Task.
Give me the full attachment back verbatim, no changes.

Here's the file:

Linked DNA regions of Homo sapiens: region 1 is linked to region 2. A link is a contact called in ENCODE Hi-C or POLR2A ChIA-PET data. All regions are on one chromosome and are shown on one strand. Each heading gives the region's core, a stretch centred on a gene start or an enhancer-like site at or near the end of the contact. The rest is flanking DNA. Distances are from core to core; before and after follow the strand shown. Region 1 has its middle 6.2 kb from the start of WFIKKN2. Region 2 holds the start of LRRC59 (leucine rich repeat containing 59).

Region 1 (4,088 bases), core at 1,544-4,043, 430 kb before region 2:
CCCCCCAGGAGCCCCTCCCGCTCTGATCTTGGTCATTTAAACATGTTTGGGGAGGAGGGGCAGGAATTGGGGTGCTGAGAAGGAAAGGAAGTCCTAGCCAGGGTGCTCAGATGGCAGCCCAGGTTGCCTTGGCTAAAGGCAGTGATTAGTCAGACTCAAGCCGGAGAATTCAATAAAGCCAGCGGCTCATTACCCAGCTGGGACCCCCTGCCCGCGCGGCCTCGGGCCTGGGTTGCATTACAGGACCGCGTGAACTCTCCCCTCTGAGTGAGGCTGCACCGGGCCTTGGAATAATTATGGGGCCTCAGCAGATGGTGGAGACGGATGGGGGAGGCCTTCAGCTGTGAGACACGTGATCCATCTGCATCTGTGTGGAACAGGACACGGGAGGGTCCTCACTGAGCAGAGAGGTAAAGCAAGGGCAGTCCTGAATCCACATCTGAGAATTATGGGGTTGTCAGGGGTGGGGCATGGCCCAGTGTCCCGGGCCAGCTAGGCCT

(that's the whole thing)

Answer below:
Linked DNA regions of Homo sapiens: region 1 is linked to region 2. A link is a contact called in ENCODE Hi-C or POLR2A ChIA-PET data. All regions are on one chromosome and are shown on one strand. Each heading gives the region's core, a stretch centred on a gene start or an enhancer-like site at or near the end of the contact. The rest is flanking DNA. Distances are from core to core; before and after follow the strand shown. Region 1 has its middle 6.2 kb from the start of WFIKKN2. Region 2 holds the start of LRRC59 (leucine rich repeat containing 59).

Region 1 (4,088 bases), core at 1,544-4,043, 430 kb before region 2:
CCCCCCAGGAGCCCCTCCCGCTCTGATCTTGGTCATTTAAACATGTTTGGGGAGGAGGGGCAGGAATTGGGGTGCTGAGAAGGAAAGGAAGTCCTAGCCAGGGTGCTCAGATGGCAGCCCAGGTTGCCTTGGCTAAAGGCAGTGATTAGTCAGACTCAAGCCGGAGAATTCAATAAAGCCAGCGGCTCATTACCCAGCTGGGACCCCCTGCCCGCGCGGCCTCGGGCCTGGGTTGCATTACAGGACCGCGTGAACTCTCCCCTCTGAGTGAGGCTGCACCGGGCCTTGGAATAATTATGGGGCCTCAGCAGATGGTGGAGACGGATGGGGGAGGCCTTCAGCTGTGAGACACGTGATCCATCTGCATCTGTGTGGAACAGGACACGGGAGGGTCCTCACTGAGCAGAGAGGTAAAGCAAGGGCAGTCCTGAATCCACATCTGAGAATTATGGGGTTGTCAGGGGTGGGGCATGGCCCAGTGTCCCGGGCCAGCTAGGCCT